In 1909 our supreme court determined that the exercise of legislative discretion in creating public high schools incorporated these schools within the constitutional meaning of "common schools." (People v. Moore (1909), 240 Ill. 408, 88 N.E. 979.) Nevertheless, the legislature was left free to determine the content of the curriculum to be taught by the public schools and to exclude from that content the instruction of special or handicapped students incapable of benefiting from the common school course of studies. Department of Public Welfare v. Haas (1958), 15 Ill.2d 204, 154 N.E.2d 265. *fn3
1 Viewing the present education article in light of the construction of the former article, the defendants argue that section 14-7.02 manifests the intent of the General Assembly to exclude from the free public school curriculum the instruction of handicapped students like Willie Elliot. Such an exclusion, it is argued, is well within the constitutional power of the legislature to determine the meaning of a common school education. Were we constrained to review the present controversy by reference to the Constitution of 1870, this argument might be found compelling. However, it is our obligation to refer to the requirement of the existing constitution which we find to be broader in its mandate of free education. As a general statement of this mandate, this court has said that "the State had a constitutional duty to provide and the public has a right to receive an efficient, high quality educational system." (Allen v. Maurer (1972), 6 Ill. App.3d 633, 640, 286 N.E.2d 135.) No discretion is left with the legislature to deny this system to the public or to require any Illinois resident to pay for this system through the secondary level except by means of taxation, or by fees for items not included within the concept of tuition. See Hamer v. Board of Education (1973), 9 Ill. App.3d 663, 292 N.E.2d 569.
As we have indicated, the present constitution establishes an entitlement broader than the former provision which mandated only free common school education. Read within the constitutional history this entitlement incorporates programs of instruction other than the standard course of study established in the public school system. Reporting on the effect of the goals announced in the first paragraph of section 1 of the Education Article, the Committee on Education of the Sixth Illinois Constitutional Convention stated:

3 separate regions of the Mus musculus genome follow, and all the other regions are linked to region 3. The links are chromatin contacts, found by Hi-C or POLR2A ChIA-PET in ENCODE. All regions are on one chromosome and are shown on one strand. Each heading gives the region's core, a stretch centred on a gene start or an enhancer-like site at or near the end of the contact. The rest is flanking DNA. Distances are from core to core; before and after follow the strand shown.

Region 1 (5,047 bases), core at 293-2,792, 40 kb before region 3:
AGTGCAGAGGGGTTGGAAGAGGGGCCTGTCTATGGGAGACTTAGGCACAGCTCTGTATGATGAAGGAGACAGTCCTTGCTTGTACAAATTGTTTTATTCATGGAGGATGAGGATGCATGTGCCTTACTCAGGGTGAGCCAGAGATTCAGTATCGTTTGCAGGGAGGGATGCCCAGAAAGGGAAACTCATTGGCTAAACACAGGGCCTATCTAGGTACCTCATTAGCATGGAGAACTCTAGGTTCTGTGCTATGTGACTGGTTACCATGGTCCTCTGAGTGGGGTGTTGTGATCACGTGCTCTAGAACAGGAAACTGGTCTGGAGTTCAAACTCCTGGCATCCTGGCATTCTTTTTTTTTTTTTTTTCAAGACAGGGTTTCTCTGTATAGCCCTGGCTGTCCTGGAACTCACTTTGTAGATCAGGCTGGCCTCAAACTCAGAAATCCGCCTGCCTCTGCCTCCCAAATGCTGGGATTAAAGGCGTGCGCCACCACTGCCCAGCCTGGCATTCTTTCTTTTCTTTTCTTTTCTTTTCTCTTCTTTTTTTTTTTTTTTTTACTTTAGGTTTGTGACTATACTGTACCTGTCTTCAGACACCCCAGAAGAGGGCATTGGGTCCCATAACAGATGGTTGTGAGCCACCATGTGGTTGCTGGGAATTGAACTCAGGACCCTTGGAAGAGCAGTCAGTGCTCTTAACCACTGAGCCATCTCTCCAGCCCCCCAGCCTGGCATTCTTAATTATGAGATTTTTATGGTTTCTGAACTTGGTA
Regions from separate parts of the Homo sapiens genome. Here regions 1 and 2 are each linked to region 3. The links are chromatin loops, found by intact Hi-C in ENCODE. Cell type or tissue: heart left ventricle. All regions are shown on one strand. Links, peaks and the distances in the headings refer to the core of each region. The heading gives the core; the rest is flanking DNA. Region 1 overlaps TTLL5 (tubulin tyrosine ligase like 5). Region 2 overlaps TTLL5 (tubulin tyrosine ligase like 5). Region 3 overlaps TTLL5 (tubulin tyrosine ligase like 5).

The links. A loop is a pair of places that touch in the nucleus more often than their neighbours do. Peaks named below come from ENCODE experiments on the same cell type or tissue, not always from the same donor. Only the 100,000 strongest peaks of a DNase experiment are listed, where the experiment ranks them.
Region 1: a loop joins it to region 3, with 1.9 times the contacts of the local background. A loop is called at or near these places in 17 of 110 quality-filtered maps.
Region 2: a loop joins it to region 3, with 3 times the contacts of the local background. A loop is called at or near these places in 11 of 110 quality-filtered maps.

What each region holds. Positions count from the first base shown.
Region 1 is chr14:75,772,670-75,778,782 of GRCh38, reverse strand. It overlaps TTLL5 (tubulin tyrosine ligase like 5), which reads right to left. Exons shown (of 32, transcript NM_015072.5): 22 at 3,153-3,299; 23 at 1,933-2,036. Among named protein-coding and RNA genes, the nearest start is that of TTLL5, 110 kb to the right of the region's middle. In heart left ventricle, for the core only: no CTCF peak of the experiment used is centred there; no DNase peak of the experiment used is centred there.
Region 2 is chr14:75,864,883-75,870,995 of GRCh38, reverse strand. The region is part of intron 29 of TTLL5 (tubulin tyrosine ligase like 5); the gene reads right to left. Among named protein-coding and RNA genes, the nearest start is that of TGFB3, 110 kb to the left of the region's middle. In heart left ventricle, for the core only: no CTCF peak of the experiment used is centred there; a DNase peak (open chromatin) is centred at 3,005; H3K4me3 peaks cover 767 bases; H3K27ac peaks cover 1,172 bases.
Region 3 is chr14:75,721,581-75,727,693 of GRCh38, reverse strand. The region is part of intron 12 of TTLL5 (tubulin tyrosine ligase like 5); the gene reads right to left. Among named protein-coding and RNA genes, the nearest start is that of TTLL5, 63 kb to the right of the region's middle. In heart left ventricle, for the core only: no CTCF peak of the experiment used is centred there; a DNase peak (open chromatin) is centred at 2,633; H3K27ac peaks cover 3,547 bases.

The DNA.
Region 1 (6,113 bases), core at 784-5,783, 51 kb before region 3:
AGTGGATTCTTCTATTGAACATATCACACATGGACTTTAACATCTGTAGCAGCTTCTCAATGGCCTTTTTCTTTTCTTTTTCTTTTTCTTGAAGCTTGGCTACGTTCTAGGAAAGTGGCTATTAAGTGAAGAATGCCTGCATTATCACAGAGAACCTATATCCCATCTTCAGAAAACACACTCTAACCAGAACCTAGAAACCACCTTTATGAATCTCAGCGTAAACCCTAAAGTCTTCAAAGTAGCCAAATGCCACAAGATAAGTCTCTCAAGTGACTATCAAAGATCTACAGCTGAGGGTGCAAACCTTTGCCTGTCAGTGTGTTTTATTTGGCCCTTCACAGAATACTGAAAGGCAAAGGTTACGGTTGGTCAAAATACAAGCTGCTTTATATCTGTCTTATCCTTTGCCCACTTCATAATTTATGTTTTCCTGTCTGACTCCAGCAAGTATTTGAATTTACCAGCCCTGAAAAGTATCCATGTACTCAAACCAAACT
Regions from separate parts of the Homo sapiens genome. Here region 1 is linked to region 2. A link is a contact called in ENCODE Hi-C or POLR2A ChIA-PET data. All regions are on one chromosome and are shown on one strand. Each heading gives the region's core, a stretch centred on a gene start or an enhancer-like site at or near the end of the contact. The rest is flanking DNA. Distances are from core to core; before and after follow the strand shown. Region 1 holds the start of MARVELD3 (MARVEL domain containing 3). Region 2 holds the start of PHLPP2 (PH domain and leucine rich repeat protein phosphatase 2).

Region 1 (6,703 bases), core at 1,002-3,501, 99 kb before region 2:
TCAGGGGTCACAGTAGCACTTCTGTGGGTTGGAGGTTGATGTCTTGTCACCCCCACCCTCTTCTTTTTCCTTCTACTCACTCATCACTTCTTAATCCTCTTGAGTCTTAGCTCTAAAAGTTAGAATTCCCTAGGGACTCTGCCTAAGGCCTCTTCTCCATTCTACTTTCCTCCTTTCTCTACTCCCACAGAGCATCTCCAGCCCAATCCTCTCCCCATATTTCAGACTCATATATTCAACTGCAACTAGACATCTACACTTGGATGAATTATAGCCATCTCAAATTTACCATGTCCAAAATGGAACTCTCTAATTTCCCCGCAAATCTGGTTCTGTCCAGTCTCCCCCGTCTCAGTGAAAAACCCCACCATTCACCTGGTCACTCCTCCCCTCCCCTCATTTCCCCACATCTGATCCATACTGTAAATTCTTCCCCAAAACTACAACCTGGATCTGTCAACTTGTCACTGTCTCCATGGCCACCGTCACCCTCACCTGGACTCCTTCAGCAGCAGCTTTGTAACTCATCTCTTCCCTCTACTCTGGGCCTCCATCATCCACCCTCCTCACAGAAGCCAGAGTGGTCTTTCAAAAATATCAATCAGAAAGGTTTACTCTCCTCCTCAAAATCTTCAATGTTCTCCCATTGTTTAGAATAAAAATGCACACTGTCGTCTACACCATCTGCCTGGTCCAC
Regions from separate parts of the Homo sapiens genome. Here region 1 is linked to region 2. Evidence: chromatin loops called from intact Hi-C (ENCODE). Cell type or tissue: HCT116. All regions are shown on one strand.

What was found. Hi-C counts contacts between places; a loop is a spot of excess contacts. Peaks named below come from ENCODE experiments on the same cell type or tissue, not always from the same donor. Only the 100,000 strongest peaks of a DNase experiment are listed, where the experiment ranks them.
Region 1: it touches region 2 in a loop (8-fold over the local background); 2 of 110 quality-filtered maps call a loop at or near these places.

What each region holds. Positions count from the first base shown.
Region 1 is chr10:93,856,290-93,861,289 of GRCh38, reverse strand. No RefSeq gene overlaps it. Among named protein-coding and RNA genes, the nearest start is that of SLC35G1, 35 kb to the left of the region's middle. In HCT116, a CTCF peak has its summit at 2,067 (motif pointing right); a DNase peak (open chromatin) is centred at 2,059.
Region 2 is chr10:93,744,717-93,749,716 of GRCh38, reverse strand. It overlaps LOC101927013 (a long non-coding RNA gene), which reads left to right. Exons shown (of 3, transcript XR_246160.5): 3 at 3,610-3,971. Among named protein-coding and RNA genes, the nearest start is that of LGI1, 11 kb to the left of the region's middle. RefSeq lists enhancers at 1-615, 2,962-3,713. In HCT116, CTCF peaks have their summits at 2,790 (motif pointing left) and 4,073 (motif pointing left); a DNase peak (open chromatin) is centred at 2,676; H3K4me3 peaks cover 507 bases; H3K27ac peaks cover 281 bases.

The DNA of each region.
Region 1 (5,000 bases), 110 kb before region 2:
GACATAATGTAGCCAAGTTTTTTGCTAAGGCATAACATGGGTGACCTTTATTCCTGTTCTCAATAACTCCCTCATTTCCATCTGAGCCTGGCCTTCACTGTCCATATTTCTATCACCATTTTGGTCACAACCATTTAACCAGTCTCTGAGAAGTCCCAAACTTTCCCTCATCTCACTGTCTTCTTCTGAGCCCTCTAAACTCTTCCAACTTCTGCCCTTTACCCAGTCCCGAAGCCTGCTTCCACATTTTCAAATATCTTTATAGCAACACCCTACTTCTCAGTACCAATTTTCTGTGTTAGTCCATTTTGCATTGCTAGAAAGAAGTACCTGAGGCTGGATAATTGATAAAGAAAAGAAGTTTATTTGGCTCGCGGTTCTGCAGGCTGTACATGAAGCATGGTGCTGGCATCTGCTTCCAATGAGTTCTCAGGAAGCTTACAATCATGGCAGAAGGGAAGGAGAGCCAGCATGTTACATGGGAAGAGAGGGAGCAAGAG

"[T]he objective that all persons be educated to the limits of their capacities would require expansion beyond the traditional public school programs. It recognizes the need of the person with a physical handicap or mental deficiency who nevertheless is educable." (Emphasis added.) (6 Record of Proceedings, Sixth Illinois Constitutional Convention 234 (hereinafter cited as Proceedings).)
The discussion on the floor of the convention further emphasized the intent of the article's framers that the goals of the first paragraph be given operative effect in mandating the State's commitment to education as a paramount concern. For example, Delegate Paul E. Mathias, Chairman of the Committee on Education, pointed out, "we want opportunities beyond the elementary and secondary schools opportunities for the handicapped as well as the normal individual." 2 Proceedings 762.
The language of the first paragraph of section 1 has been construed as "a statement of general philosophy, rather than a mandate that certain means be provided in any specific form." (Pierce v. Board of Education (1977), 69 Ill.2d 89, 370 N.E.2d 535.) *fn4 Nevertheless, we are guided by the mandatory wording of paragraph 2 of section 1. Addressing himself to the first sentence of the second paragraph, Delegate Samuel A. Patch, a member of the Committee on Education, noted, "The State is mandated to provide a system that is thorough, complete, and useful to all the people of Illinois." (2 Proceedings 764.) That such a thorough, complete and useful education system was intended to refer to the second sentence of the paragraph requiring that "[e]ducation in public schools through the secondary level shall be free," is manifest in the remarks of Delegate William D. Fogal when he compared the proposed article to that contained in the Constitution of 1870. 2 Proceedings 767-68.